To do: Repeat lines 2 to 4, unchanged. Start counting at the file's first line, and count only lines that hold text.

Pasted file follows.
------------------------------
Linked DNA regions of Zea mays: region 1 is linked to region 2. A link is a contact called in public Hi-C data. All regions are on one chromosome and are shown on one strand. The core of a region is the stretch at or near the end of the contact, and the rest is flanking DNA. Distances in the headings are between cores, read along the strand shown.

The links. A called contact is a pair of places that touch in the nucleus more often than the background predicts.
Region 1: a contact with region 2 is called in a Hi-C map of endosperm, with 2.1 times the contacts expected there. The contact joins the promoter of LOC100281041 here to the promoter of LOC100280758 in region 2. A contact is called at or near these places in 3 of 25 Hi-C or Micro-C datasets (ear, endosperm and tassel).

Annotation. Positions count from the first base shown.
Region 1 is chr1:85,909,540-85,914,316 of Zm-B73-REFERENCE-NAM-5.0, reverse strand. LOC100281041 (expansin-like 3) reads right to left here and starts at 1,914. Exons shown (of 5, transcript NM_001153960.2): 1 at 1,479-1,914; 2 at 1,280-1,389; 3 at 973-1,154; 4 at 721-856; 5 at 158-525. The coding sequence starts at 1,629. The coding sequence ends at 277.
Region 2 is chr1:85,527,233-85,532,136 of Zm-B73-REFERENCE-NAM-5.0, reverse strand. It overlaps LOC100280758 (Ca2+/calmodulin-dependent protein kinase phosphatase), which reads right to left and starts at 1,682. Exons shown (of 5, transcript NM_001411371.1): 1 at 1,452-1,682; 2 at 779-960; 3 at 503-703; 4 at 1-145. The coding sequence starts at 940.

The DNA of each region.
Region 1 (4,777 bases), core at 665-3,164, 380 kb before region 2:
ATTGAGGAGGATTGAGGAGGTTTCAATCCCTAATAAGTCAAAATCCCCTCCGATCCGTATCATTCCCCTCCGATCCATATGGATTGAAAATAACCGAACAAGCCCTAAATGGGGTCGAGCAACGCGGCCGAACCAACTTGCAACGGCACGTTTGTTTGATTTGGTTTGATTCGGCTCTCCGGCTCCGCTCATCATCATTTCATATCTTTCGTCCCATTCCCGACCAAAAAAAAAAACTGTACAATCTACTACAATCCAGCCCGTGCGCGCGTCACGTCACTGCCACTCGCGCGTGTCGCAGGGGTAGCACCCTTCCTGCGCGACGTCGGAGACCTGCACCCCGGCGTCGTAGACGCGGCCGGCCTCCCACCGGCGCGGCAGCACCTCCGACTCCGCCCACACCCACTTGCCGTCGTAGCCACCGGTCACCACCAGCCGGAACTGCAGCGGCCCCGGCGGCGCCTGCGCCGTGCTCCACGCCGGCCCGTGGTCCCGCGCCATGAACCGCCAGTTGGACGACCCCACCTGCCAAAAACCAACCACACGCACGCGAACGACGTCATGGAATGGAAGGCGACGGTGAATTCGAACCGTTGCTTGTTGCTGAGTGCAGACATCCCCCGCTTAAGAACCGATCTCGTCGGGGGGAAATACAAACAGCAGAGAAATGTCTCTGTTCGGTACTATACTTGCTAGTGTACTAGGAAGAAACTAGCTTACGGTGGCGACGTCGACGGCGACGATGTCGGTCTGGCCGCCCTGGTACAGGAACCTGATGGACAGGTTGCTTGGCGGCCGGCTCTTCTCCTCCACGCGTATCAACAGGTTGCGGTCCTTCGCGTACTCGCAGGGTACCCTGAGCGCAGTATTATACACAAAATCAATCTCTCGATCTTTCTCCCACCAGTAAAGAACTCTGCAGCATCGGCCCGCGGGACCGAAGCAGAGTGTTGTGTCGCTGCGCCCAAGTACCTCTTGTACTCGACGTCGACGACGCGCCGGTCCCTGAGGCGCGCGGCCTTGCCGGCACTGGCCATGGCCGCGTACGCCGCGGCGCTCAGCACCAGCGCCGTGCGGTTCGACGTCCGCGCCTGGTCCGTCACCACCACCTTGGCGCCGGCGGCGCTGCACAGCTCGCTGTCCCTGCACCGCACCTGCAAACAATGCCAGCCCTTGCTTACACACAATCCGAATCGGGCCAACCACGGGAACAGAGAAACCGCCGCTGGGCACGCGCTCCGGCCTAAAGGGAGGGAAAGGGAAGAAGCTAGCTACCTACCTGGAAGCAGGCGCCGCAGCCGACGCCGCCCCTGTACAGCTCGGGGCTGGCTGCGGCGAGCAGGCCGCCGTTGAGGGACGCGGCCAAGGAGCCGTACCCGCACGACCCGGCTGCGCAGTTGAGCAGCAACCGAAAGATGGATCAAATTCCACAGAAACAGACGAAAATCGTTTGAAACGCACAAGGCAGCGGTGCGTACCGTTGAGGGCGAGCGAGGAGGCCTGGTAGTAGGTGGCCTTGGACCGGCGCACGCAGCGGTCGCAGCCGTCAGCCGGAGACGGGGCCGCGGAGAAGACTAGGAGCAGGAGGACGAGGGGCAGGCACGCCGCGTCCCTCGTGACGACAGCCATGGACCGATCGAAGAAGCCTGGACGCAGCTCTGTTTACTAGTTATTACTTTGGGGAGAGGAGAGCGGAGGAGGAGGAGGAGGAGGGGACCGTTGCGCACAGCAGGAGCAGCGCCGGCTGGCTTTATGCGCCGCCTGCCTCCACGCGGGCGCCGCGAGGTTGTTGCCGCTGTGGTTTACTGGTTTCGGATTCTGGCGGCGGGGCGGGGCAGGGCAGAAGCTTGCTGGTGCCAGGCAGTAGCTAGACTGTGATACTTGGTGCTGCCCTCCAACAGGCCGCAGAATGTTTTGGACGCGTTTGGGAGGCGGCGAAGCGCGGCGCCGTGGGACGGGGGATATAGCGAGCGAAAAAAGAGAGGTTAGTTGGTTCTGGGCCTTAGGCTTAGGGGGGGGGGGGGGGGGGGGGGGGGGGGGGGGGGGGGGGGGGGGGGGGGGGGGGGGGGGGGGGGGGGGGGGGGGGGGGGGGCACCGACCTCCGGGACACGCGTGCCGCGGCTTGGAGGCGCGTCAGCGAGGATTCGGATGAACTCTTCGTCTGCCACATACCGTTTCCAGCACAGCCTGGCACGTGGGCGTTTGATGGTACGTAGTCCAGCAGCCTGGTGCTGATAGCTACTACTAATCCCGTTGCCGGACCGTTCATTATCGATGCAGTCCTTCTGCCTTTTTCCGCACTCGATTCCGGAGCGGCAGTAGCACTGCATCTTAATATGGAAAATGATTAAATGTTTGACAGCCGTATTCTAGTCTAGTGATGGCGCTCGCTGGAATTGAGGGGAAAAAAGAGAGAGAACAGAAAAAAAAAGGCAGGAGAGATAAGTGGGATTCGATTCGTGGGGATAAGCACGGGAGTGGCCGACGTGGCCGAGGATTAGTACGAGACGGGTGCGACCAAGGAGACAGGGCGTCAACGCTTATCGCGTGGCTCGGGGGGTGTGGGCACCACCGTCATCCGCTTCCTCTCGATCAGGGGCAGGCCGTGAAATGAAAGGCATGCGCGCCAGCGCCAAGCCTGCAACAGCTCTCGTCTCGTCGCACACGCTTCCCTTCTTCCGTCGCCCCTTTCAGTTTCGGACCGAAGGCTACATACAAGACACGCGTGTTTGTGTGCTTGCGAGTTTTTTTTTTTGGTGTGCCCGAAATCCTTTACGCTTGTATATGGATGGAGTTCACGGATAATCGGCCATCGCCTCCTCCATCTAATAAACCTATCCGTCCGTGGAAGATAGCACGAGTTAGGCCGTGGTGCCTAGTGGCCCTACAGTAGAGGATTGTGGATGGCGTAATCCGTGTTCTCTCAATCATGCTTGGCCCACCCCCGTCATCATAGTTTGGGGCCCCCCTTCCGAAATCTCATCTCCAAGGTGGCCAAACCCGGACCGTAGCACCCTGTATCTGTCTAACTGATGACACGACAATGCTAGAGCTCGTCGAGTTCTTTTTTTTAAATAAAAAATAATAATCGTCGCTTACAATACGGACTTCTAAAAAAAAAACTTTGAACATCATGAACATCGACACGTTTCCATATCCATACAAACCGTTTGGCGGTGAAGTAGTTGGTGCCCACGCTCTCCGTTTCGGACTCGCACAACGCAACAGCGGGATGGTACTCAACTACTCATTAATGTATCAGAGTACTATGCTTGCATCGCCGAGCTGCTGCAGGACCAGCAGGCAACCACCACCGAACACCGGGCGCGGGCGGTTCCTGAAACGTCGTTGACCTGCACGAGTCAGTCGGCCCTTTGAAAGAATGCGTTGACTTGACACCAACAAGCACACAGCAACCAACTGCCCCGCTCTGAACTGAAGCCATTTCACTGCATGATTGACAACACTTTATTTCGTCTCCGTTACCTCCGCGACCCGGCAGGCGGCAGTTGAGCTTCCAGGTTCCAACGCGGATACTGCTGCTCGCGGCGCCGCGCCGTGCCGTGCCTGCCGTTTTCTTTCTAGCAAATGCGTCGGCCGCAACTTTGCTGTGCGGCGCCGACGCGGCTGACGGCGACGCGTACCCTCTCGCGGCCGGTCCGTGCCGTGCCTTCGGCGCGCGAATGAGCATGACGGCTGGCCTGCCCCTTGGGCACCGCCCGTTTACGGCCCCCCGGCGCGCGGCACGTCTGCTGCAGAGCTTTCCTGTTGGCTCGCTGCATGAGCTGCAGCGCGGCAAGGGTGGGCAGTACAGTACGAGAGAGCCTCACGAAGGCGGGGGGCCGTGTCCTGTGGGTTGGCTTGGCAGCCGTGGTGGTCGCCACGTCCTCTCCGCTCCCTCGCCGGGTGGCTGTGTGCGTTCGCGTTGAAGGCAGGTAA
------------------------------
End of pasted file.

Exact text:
The links. A called contact is a pair of places that touch in the nucleus more often than the background predicts.
Region 1: a contact with region 2 is called in a Hi-C map of endosperm, with 2.1 times the contacts expected there. The contact joins the promoter of LOC100281041 here to the promoter of LOC100280758 in region 2. A contact is called at or near these places in 3 of 25 Hi-C or Micro-C datasets (ear, endosperm and tassel).

Annotation. Positions count from the first base shown.